No stone unturned in Houghton heritage wall war
The sheet metal fencing erected around a heritage property in Houghton has to be removed within 30 days.
Authorities have ordered that this fence must be removed within 30 days.
This is the finding of Eric Itzkin, deputy director of Immovable Heritage for the City of Joburg.
The issue was raised in Metrowatch on March 9 when Houghton residents complained about the unsightly sheet metal fencing that was replacing a stone wall that is older than 60 years old.
A site inspection was held last week by officials from the city's building control and community development and arts, culture and heritage departments.
Itzkin said the property fell under the Department of Public Works. "A notice was issued by the building inspector stating that the steel structure erected above the existing stone wall at number 35 is regarded as a contravention of the National Building Regulations and Building Standards Act, and that the matter needs to be rectified within 30 days.
"The notice was served by the building inspector to a representative of the owner, who gave an assurance that the steel fencing will be taken down and replaced with electric fencing," said Itzkin.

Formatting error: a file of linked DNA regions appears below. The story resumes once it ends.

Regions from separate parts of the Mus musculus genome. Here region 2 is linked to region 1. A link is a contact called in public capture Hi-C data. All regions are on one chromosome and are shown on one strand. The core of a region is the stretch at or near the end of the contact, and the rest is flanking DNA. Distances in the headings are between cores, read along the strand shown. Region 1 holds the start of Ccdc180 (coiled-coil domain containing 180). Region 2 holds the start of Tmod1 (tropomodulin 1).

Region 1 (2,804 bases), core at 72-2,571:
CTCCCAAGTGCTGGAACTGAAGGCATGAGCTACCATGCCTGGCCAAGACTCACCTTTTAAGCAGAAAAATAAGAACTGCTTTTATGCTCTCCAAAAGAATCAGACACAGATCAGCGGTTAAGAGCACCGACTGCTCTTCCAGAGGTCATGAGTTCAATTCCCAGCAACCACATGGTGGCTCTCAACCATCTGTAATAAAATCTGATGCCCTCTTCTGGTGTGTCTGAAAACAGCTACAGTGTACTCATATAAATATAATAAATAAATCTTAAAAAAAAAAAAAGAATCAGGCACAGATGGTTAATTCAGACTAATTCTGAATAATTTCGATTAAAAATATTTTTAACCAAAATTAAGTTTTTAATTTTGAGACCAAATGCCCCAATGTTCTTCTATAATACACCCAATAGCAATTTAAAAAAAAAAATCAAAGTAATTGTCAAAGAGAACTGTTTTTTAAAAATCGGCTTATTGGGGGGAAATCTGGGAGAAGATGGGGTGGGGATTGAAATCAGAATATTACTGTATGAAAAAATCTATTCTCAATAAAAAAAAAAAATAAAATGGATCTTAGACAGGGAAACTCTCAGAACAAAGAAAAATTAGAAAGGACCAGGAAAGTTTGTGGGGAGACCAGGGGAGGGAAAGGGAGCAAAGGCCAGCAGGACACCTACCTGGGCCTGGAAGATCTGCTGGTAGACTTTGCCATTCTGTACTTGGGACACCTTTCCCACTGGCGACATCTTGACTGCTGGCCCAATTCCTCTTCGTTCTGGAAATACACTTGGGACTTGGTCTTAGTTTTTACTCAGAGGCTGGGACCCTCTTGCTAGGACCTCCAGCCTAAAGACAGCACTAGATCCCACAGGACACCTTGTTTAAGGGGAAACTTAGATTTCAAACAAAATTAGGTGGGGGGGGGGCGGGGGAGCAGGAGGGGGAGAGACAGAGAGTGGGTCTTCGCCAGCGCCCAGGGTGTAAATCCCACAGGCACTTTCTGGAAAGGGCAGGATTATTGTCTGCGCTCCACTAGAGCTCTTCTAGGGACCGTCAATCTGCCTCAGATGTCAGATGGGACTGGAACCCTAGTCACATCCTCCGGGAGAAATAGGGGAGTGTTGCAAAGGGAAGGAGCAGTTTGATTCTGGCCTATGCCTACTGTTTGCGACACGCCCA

The fence was erected around the perimeter of the old house, upsetting local residents who claimed it was "terrible and offensive".
Letizia Verona, a member inconsiderate 'visual noise' it is making within its environment".
The glare from the sun reflecting off the steel was also causing inconvenience.
Owner Joe Ribeiro, who lives next door to the property, told Metrowatch the house was abandoned and his sister had bought it. Vandals and thieves started entering the property and were causing a general disturbance and security threat for the whole area.
Ribeiro said at the time that he did not have funds to erect a wall similar to the old one as it would cost at least R3 million. He took issue with Metrowatch, saying the photograph of an original Herbert Baker wall printed with the article showed what the fence had looked like, not what it had become.
"The wall and fencing was broken and vandalised and looked nothing like the original. Had this been the case, I would never have taken it down," he said.
Ribeiro said he had spent R800 000 on the temporary sheeting until he had funds to restore the house. He said that according to the by-laws, he believed he was permitted to use corrugated iron.
Ward councillor Marcelle Ravid called in the heritage authorities, arguing that metal sheeting was only permitted if it was used on the original property, and it was not. "The law has to be obeyed, and I am satisfied with this ruling," she said.
Posted at 08:50AM Aug 10, 2012 by Editor in Cities and Towns |